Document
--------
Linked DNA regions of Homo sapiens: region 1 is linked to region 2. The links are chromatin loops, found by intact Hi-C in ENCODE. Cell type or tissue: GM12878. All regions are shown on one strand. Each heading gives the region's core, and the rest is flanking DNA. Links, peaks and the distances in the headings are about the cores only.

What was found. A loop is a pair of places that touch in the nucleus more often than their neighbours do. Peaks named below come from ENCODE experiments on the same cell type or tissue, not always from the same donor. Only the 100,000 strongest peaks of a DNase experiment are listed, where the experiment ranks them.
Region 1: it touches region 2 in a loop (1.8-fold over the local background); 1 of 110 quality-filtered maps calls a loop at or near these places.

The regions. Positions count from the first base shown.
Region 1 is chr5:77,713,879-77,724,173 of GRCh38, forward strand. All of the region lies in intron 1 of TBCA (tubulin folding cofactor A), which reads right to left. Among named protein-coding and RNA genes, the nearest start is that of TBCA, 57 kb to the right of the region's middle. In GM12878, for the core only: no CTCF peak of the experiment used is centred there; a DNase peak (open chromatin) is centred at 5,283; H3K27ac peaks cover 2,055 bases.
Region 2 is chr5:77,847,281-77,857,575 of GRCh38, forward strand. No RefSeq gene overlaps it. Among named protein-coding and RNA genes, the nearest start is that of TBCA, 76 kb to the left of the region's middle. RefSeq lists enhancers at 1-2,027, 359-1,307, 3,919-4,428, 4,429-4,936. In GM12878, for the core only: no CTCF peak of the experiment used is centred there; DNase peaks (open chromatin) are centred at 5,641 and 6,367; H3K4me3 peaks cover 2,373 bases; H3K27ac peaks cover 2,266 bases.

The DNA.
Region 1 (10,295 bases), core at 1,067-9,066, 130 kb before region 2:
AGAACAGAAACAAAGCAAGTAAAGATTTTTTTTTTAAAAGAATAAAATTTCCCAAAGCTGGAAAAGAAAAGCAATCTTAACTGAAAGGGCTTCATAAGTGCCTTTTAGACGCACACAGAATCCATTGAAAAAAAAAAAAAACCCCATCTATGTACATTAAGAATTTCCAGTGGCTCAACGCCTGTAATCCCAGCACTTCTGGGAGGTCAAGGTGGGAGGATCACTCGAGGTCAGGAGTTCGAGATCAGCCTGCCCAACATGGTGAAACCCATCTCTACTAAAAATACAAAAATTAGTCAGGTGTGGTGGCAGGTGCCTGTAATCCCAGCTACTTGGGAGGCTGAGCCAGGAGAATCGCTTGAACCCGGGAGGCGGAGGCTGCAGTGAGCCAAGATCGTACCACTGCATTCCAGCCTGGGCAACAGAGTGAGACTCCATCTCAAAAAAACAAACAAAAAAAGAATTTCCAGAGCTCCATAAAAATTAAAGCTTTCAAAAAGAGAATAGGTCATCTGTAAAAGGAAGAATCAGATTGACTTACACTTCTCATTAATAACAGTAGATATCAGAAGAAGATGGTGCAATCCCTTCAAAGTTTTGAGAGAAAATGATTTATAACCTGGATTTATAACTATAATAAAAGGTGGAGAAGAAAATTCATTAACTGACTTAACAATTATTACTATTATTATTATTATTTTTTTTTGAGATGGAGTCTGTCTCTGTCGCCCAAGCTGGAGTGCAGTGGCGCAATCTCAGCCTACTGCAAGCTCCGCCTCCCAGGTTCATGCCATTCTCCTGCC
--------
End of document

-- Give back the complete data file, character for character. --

Linked DNA regions of Homo sapiens: region 1 is linked to region 2. The links are chromatin loops, found by intact Hi-C in ENCODE. Cell type or tissue: GM12878. All regions are shown on one strand. Each heading gives the region's core, and the rest is flanking DNA. Links, peaks and the distances in the headings are about the cores only.

What was found. A loop is a pair of places that touch in the nucleus more often than their neighbours do. Peaks named below come from ENCODE experiments on the same cell type or tissue, not always from the same donor. Only the 100,000 strongest peaks of a DNase experiment are listed, where the experiment ranks them.
Region 1: it touches region 2 in a loop (1.8-fold over the local background); 1 of 110 quality-filtered maps calls a loop at or near these places.

The regions. Positions count from the first base shown.
Region 1 is chr5:77,713,879-77,724,173 of GRCh38, forward strand. All of the region lies in intron 1 of TBCA (tubulin folding cofactor A), which reads right to left. Among named protein-coding and RNA genes, the nearest start is that of TBCA, 57 kb to the right of the region's middle. In GM12878, for the core only: no CTCF peak of the experiment used is centred there; a DNase peak (open chromatin) is centred at 5,283; H3K27ac peaks cover 2,055 bases.
Region 2 is chr5:77,847,281-77,857,575 of GRCh38, forward strand. No RefSeq gene overlaps it. Among named protein-coding and RNA genes, the nearest start is that of TBCA, 76 kb to the left of the region's middle. RefSeq lists enhancers at 1-2,027, 359-1,307, 3,919-4,428, 4,429-4,936. In GM12878, for the core only: no CTCF peak of the experiment used is centred there; DNase peaks (open chromatin) are centred at 5,641 and 6,367; H3K4me3 peaks cover 2,373 bases; H3K27ac peaks cover 2,266 bases.

The DNA.
Region 1 (10,295 bases), core at 1,067-9,066, 130 kb before region 2:
AGAACAGAAACAAAGCAAGTAAAGATTTTTTTTTTAAAAGAATAAAATTTCCCAAAGCTGGAAAAGAAAAGCAATCTTAACTGAAAGGGCTTCATAAGTGCCTTTTAGACGCACACAGAATCCATTGAAAAAAAAAAAAAACCCCATCTATGTACATTAAGAATTTCCAGTGGCTCAACGCCTGTAATCCCAGCACTTCTGGGAGGTCAAGGTGGGAGGATCACTCGAGGTCAGGAGTTCGAGATCAGCCTGCCCAACATGGTGAAACCCATCTCTACTAAAAATACAAAAATTAGTCAGGTGTGGTGGCAGGTGCCTGTAATCCCAGCTACTTGGGAGGCTGAGCCAGGAGAATCGCTTGAACCCGGGAGGCGGAGGCTGCAGTGAGCCAAGATCGTACCACTGCATTCCAGCCTGGGCAACAGAGTGAGACTCCATCTCAAAAAAACAAACAAAAAAAGAATTTCCAGAGCTCCATAAAAATTAAAGCTTTCAAAAAGAGAATAGGTCATCTGTAAAAGGAAGAATCAGATTGACTTACACTTCTCATTAATAACAGTAGATATCAGAAGAAGATGGTGCAATCCCTTCAAAGTTTTGAGAGAAAATGATTTATAACCTGGATTTATAACTATAATAAAAGGTGGAGAAGAAAATTCATTAACTGACTTAACAATTATTACTATTATTATTATTATTTTTTTTTGAGATGGAGTCTGTCTCTGTCGCCCAAGCTGGAGTGCAGTGGCGCAATCTCAGCCTACTGCAAGCTCCGCCTCCCAGGTTCATGCCATTCTCCTGCC